Old Folks Say It, So It Sounds Right


People often discount the art of language, the importance it has played in the lessons we've learned in and out of the classroom. Clichés have become a way of life, the same can be said for adages, various phrases, Bible scriptures and Jay-Z lyrics that have been inserted in our everyday lexicon. What sticks with us are the things that we've heard that we can apply to day-to-day living, what makes the most sense to us. We all know the "golden rule" and the proper response to "God is good!" and what to do when an M.C. says "The roof is on fire!"

However, there are a few things that you've heard over the years that have stuck with you, if not for their profundity, but for their perceived ridiculousness. These are the saying that your grandparents, aunts and uncles constantly said as you were coming up that seemingly didn't make any sense, but you couldn't tell them that, because they'd been hearing them for years and passed them directly to you. If you noticed, you've inserted these idioms into your usage too, not because you know the meanings, but because old folks said, so it must've been true. Outside of those outlandish stories of walking 35 miles to school barefoot, there were a few things that really stuck to the ribs.

There were things that my grandparents said to me that I immediately knew didn't make much sense because it was totally contrary to what I was learning in school, but I respected their words nonetheless, because I believed that with their age came wisdom and who was I to question their years of experience because of what I was taught from a book? One of my great-grandfather's favorite phrases was, "Let me learn ya", meaning that he wanted to teach me something. I'm not sure if my grandfather went to school past 4th or 5th grade and he didn't read very well, but I never corrected him, because that was the accepted phrase of his upbringing. There wasn't much my grandfather could've taught me academically, but life was his teacher and he spent nearly 30 years passing many of those lessons on to me.

My grandmother would always tell us not to watch TV in the dark, because it would strain our eyes and eventually make us blind. Yet, when we turned on the lights while watching, she would immediately complain that we were running up the light bill! She would explain to us that was talking out of both sides of your mouth, saying one thing, but immediately contradicting yourself in following statements. That explanation will allow me to come to understand politics, big business and the public personas of celebrities.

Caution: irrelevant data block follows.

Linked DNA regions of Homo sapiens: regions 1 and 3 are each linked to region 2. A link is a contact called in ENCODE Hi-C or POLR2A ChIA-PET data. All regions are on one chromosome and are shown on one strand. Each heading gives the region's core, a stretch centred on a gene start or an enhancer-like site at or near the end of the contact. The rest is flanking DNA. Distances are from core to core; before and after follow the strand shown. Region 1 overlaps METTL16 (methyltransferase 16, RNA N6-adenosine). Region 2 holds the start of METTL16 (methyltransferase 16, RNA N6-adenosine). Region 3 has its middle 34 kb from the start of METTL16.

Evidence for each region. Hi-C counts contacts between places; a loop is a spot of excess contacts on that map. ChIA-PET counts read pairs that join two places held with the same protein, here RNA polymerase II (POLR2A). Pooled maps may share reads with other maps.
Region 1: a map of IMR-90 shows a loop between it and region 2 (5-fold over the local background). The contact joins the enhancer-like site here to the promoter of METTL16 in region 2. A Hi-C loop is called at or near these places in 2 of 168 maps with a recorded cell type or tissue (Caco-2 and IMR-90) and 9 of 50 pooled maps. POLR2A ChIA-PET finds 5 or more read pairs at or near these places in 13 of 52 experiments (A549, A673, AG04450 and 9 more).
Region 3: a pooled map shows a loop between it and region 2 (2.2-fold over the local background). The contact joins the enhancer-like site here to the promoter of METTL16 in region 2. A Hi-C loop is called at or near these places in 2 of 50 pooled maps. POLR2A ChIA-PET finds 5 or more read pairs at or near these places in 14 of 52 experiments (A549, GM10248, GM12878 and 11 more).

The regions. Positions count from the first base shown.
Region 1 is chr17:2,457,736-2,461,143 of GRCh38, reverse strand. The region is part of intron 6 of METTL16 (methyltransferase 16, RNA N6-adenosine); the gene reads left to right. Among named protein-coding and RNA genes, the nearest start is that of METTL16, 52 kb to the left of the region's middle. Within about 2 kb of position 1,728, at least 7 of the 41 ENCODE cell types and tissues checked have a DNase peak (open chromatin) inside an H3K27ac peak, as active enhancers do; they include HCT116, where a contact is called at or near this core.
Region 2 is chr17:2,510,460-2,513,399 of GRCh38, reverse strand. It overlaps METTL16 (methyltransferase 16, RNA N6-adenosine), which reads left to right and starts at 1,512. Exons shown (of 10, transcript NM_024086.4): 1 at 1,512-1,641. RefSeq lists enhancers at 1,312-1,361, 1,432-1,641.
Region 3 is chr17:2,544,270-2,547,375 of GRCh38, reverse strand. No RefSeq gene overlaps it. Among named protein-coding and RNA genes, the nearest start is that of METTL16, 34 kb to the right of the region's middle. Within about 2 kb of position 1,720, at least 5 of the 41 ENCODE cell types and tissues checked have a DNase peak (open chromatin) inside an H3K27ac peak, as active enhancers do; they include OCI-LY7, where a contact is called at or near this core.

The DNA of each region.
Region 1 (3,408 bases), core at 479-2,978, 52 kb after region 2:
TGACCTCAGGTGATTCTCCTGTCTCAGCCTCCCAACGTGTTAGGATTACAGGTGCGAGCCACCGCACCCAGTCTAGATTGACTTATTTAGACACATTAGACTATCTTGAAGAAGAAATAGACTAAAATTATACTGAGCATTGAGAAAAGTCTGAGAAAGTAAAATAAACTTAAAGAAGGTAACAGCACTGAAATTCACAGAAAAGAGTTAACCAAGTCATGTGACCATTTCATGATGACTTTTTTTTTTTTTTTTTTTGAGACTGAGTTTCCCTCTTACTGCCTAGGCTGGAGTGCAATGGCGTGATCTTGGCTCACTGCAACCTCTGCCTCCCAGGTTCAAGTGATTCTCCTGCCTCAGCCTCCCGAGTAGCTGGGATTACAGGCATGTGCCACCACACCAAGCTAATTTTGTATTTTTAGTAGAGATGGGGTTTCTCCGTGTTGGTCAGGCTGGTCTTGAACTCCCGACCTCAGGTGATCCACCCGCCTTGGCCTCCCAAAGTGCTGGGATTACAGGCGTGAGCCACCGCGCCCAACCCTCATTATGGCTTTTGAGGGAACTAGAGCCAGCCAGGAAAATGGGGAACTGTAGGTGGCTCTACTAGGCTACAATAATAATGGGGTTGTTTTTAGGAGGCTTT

There's one that I never really understood, "I've gotta go see a man about a horse (or dog)", that one always was beyond my grasp. I found out later that it meant one of two things; 1. You had to go to the bathroom or 2. You just needed to step off and have some time to yourself. I guess being clever at times is much easier than saying I have to pee.

I was at the bar a few days back and the extremely old school playa next to me that was eager to impress me with his lasting prowess in the area of females wanted to introduce me to his "lady-friend" that he called a young lady. Keep in mind that dude was pushing 80, so the young woman he introduced me with was closing in on 65. That's neither here nor there; the term "lady-friend" was what stuck with me, because it's a term that I use to describe an indescribable situation with a woman. You know when you're uncertain what to say when you're introducing her to someone, you two are not quite a couple, but more than friends, so she's your "lady-friend".

But one thing's for sure, never buy your "lady-friend" shoes, because she would walk out of your life. I'm not sure what era that originated in, but it damn sure died around 1985, yet folks still toss it around like it's the golden rule. Fellas don't subscribe to that thought, don't buy your woman shoes and she'll leave you faster than the paternity results come in on Maury. I'm unsure how to keep a woman happy without buying her a couple pair of shoes every month or so.

There's one thing I'm sure you've heard, maybe even this week that you question its validity. However, you've heard it all of your life, so there must be trust to the statement. That is any variation of the idiom that claims that something "went down the wrong pipe". If you're anything like me, you've always wondered what pipe could folks possibly be talking about and just how something gets down that pipe. Well, the truth is at times liquid does manage to go down your trachea, which causes the coughing fits needed to clear your windpipe. There's a whole scientific explanation for it, but you have internet access, look it up for yourself.

By the way, can anyone tell me why folks put that one finger up when they tip out of church during service?

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